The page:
The Key To Avoiding Student Loan Debt May Be Your Passport

This article was originally published as homepage content by Forbes | Bankable. Read the original here

Published October 5, 2017

If you’re a young American currently plotting your escape from the homeland, earning a degree from an overseas university might be your ticket to a life outside the United States. What used to be considered a cultural foray for either the financially privileged or academically gifted, studying abroad is more attainable than ever before. As the price of American higher education (whether it’s public or private) continues to rise, earning a non-U.S. degree is an increasingly popular and cost-effective option. According to U.S. News & World Report, in the past 20 years, the cost of higher education in the United States has outpaced inflation at a “significant rate” for all institution options: Public in-state or out-of-state as well as private. American fees can run from roughly $10,000 to nearly $50,000, per academic year, depending on your school choice. And that’s a shocking price tag compared to what non-American students pay, if they pay tuition at all.

So, it’s no surprise that there’s been a rise in American students earning degrees outside of the U.S., particularly when they can do so for free in countries like Norway and Germany. In fact, the increase of American students pursuing tuition-free, German degrees has been so high it’s caused the Baden-Würrtemberg region to start charging non-EU/EEA students.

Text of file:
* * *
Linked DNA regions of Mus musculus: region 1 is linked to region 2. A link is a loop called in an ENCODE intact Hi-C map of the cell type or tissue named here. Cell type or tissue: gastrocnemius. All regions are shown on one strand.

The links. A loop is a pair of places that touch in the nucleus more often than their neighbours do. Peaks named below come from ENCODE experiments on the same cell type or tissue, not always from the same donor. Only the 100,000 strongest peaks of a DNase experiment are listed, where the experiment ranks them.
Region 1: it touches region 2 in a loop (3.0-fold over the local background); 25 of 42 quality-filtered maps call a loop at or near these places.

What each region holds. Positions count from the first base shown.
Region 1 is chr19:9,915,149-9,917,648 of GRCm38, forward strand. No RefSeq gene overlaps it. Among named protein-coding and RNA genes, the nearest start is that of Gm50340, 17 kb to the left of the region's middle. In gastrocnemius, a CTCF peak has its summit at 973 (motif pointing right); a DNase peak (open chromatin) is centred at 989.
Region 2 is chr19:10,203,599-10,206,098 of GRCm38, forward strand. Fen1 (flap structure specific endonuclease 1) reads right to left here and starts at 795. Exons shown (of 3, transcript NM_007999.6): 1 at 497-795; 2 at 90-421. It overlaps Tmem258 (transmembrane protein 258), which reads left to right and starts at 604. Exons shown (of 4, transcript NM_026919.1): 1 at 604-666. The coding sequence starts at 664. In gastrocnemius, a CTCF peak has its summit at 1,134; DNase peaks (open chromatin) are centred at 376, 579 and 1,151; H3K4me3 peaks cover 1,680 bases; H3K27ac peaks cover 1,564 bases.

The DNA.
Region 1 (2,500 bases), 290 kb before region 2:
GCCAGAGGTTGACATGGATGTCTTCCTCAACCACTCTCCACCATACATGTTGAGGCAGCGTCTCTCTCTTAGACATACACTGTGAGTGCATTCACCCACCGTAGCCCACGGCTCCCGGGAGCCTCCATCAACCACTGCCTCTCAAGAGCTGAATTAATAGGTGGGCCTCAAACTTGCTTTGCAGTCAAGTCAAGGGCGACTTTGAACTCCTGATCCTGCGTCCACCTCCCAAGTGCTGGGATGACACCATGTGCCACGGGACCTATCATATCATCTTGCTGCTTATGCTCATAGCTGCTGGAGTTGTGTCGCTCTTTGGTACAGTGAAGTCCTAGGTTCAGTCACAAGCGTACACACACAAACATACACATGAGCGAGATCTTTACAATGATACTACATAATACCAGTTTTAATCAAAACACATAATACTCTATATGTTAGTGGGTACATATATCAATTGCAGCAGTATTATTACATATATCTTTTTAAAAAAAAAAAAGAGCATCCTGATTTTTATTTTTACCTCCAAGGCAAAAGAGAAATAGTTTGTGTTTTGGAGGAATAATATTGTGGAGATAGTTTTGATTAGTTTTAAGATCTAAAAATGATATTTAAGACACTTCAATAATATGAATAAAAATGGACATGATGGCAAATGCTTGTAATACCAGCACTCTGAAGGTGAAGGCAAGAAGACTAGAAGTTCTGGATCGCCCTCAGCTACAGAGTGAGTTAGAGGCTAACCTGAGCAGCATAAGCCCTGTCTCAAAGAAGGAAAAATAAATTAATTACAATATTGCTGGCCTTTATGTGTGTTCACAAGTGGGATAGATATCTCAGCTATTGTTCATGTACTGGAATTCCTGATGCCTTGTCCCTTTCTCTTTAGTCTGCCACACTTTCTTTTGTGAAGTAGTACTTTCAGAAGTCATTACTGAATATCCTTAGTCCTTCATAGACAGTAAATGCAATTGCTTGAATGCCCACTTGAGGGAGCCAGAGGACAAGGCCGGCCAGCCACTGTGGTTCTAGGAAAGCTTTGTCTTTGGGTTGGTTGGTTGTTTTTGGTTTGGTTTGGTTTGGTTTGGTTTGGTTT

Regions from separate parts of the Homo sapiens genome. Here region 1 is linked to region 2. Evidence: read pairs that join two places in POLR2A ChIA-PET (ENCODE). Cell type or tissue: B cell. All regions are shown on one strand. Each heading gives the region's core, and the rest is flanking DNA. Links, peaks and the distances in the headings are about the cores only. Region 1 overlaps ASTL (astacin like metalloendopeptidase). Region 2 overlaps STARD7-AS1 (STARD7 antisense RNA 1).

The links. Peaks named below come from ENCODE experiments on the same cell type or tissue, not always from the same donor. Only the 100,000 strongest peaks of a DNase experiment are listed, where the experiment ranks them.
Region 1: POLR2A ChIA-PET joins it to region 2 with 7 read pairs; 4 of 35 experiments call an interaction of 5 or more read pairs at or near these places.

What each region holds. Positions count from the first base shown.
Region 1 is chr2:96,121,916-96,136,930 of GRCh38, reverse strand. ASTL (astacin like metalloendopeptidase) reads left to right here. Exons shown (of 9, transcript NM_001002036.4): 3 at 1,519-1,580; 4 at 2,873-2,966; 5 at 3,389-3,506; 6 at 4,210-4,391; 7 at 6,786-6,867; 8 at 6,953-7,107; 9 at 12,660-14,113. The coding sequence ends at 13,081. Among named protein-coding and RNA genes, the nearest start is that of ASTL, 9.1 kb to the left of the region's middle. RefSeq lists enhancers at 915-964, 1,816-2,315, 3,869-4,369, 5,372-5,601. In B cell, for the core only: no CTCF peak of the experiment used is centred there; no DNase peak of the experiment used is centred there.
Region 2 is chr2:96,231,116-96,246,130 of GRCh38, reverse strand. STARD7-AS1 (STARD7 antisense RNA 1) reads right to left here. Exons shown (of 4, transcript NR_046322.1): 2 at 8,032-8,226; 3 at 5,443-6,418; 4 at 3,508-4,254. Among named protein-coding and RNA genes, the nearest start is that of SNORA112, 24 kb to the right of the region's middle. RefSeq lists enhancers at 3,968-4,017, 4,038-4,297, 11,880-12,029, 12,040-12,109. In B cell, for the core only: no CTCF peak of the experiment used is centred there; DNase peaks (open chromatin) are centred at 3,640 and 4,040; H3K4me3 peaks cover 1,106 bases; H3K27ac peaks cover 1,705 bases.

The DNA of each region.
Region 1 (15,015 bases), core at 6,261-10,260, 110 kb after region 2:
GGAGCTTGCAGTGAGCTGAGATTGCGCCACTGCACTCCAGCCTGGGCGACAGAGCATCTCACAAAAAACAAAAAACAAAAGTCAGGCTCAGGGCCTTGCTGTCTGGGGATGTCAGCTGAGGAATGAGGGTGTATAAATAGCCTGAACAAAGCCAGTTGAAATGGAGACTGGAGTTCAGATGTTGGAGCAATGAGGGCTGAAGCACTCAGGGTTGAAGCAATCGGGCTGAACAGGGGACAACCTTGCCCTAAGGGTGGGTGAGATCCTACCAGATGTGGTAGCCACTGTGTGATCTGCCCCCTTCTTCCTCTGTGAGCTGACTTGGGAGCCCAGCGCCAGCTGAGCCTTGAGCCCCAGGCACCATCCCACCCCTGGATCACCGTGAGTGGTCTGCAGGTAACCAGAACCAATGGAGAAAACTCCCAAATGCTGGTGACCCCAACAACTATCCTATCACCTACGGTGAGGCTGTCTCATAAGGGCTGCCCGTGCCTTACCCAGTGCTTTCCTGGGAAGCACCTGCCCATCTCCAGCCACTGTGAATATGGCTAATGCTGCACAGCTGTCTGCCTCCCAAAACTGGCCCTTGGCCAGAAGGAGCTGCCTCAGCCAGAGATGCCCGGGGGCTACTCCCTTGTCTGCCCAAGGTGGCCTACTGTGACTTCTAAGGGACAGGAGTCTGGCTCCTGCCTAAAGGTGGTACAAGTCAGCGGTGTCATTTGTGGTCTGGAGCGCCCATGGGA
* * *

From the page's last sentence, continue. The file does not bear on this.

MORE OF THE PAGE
Even with tuition costs in the United Kingdom higher for Americans than European students, Andrew Moffat, international PR and media manager for the University of Edinburgh in Scotland, says prospective students still find the tuition “attractive” when compared to out-of-state institutions; and with U.S. students representing 7% of the overall student population, the university opened a North American office to help recruitment efforts.

Twenty-five-year-old Briana Pegado, from Washington D.C., found studying in Scotland a more cost-effective option compared to her Ivy League preferences.

“It is one of the best choices I have ever made,” she said of studying at Edinburgh, one of the U.K’s 24 world-class, research-intensive universities. “My degree costs a third of the price of an Ivy League university, and I could experience the world more cheaply, live outside of my home country and still study in my native language, all for a fraction of the price. It was a no-brainer.”

It should be noted that Pegado earned a Scottish Master’s of Arts, an undergraduate degree offered by the Ancient Universities of Scotland, which can be three years for a general degree or four years for an Honours degree and includes the writing of a dissertation. The Master’s of Arts undergraduate degree is also offered by the universities of Oxford, Cambridge, and Dublin, which is added value for the cost of tuition and can be most impressive to U.S. employers. Typical U.K. undergraduate and European programs are only three years, which also reduces the tuition costs compared to a U.S. degree.